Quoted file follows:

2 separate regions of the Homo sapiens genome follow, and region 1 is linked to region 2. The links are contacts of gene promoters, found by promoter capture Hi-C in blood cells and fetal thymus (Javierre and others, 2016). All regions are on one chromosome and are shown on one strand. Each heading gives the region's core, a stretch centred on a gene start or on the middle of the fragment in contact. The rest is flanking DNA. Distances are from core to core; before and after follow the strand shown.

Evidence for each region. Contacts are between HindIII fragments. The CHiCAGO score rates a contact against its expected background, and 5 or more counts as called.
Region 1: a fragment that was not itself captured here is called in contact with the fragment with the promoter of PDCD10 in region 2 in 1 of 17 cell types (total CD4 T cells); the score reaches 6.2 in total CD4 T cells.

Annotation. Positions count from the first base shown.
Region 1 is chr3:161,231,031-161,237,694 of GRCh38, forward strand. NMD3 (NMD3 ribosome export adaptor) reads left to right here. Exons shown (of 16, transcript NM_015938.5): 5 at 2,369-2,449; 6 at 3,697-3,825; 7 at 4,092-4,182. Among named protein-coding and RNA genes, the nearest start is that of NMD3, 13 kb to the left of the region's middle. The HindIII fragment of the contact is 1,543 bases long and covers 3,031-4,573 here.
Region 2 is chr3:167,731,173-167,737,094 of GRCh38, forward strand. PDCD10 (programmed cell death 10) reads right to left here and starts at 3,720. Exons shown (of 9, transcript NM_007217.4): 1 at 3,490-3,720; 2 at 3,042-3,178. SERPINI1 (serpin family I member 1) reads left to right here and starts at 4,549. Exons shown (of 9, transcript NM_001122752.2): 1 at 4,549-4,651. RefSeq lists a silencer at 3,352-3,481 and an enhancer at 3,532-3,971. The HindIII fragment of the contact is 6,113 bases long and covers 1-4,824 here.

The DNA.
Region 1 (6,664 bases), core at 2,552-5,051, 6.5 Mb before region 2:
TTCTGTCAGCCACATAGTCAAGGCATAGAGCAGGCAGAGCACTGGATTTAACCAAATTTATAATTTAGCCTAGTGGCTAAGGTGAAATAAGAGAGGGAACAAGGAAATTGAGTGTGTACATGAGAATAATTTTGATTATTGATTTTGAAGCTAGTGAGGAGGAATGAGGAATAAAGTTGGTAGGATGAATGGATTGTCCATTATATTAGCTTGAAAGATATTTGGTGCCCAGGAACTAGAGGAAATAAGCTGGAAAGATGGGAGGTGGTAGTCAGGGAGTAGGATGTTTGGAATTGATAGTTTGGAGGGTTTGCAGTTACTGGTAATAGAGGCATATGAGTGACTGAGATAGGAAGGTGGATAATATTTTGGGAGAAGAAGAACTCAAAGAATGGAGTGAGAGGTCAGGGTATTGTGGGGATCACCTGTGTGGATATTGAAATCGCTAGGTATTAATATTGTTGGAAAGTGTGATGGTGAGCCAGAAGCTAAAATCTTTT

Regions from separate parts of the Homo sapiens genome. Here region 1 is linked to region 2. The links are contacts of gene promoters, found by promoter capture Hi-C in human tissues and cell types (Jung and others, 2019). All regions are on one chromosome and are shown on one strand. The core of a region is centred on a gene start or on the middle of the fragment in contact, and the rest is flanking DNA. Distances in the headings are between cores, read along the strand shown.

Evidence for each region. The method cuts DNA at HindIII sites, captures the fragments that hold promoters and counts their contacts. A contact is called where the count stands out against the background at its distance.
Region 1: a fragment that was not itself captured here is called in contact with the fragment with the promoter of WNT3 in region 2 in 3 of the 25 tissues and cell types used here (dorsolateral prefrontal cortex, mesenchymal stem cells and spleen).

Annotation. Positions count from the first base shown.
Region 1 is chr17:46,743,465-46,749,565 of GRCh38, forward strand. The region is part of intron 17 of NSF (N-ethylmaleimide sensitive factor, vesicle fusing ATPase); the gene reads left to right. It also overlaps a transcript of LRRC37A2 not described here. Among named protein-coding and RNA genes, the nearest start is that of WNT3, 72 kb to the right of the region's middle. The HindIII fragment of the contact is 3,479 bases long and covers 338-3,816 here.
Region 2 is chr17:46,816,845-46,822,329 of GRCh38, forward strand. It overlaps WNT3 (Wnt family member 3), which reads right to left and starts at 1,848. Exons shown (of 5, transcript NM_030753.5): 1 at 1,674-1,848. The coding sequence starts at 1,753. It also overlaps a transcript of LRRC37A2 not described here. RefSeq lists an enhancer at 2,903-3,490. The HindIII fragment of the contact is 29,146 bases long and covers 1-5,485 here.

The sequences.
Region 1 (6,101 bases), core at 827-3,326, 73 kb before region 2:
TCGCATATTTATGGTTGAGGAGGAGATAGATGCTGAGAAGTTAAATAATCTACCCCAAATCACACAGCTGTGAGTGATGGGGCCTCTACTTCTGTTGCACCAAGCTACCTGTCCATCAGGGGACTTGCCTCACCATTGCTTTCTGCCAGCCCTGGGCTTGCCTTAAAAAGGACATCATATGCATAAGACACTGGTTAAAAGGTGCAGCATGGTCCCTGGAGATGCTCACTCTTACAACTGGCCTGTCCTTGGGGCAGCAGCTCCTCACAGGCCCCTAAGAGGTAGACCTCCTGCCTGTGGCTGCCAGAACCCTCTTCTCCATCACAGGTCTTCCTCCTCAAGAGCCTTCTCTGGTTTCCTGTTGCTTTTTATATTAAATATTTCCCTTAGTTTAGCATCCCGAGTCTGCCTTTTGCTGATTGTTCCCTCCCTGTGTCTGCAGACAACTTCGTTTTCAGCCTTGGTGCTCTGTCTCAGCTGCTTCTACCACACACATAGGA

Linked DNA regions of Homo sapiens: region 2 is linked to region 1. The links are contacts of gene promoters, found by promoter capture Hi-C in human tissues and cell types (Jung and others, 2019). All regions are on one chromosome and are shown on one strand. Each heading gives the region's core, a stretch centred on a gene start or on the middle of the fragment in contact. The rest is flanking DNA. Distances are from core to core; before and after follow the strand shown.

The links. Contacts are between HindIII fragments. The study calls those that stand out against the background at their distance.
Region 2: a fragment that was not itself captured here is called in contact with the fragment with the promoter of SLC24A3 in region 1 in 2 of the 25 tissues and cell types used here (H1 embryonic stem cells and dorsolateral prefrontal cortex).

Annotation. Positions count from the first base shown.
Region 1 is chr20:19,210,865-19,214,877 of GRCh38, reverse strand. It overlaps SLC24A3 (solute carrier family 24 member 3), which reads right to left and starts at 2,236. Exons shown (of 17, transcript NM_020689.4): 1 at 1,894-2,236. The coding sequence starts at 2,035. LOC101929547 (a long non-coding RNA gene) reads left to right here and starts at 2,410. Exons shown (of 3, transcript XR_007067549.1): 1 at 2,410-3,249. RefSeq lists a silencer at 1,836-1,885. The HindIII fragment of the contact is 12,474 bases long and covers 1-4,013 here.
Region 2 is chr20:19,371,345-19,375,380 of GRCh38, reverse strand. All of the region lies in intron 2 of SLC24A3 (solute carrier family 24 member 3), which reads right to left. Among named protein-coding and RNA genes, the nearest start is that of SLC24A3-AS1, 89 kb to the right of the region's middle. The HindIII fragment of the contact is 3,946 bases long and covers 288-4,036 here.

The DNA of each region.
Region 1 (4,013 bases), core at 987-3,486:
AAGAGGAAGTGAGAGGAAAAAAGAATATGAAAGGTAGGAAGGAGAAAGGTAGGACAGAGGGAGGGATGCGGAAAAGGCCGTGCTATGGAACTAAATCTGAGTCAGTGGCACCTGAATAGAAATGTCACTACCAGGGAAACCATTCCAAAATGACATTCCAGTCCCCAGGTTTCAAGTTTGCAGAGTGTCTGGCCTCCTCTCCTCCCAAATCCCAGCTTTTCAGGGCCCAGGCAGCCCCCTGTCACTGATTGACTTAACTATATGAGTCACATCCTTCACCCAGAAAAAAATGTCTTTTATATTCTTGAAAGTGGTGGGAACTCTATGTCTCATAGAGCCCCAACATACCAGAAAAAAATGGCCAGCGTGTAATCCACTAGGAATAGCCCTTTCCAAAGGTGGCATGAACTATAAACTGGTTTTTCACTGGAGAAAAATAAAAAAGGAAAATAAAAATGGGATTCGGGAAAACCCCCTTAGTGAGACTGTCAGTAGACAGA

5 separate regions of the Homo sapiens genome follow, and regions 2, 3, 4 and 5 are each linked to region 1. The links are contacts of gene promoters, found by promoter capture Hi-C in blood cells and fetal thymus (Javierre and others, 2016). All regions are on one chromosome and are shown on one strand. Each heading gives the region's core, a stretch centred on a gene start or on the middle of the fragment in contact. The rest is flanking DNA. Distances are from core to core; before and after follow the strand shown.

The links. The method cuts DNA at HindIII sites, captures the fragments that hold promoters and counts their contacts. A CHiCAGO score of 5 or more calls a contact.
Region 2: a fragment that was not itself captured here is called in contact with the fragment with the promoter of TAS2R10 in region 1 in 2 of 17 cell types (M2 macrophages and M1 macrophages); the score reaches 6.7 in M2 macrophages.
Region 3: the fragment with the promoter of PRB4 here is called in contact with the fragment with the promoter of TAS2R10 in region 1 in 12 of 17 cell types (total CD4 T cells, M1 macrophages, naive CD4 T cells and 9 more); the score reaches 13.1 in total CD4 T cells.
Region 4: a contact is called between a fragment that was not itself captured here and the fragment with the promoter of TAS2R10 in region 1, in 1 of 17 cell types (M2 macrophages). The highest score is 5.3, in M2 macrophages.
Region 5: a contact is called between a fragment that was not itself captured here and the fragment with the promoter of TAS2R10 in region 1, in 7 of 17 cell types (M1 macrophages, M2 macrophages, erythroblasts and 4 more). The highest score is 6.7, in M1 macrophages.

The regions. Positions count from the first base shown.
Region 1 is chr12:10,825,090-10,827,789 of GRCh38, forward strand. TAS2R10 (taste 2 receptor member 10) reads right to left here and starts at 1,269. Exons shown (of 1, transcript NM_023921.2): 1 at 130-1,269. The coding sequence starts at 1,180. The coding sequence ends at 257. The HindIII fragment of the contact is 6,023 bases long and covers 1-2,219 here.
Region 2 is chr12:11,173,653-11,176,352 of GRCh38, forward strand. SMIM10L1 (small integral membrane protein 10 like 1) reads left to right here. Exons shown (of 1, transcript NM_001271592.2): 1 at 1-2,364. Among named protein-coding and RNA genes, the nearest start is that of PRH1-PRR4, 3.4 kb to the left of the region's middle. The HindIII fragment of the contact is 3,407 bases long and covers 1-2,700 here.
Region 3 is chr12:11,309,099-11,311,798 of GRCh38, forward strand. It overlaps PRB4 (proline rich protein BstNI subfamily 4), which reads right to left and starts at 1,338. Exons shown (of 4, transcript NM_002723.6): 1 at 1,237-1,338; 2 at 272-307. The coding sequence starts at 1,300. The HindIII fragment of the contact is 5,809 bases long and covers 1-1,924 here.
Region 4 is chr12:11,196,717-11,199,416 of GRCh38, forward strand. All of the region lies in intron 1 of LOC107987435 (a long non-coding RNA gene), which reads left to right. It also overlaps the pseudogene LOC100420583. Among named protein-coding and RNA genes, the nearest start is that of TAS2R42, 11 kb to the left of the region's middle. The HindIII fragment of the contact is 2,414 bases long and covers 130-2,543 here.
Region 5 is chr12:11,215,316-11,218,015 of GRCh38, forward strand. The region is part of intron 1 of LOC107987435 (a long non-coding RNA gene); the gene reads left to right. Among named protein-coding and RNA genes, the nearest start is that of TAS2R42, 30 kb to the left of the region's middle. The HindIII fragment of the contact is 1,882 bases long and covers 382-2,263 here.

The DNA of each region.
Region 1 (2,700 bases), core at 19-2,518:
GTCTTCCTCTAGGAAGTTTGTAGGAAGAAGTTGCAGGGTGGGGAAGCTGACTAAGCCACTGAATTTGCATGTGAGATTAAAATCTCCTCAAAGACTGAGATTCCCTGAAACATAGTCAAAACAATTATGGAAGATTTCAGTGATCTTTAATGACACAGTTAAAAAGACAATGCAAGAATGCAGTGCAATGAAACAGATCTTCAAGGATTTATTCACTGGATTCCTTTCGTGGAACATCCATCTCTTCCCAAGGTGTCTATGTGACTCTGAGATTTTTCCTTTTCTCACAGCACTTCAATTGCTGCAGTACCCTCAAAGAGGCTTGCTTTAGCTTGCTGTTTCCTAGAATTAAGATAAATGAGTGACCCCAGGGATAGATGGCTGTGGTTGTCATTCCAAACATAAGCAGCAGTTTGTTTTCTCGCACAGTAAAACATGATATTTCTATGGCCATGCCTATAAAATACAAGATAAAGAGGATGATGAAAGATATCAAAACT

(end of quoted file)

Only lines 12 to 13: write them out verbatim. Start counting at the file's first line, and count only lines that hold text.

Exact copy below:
Region 1: a fragment that was not itself captured here is called in contact with the fragment with the promoter of WNT3 in region 2 in 3 of the 25 tissues and cell types used here (dorsolateral prefrontal cortex, mesenchymal stem cells and spleen).

Annotation. Positions count from the first base shown.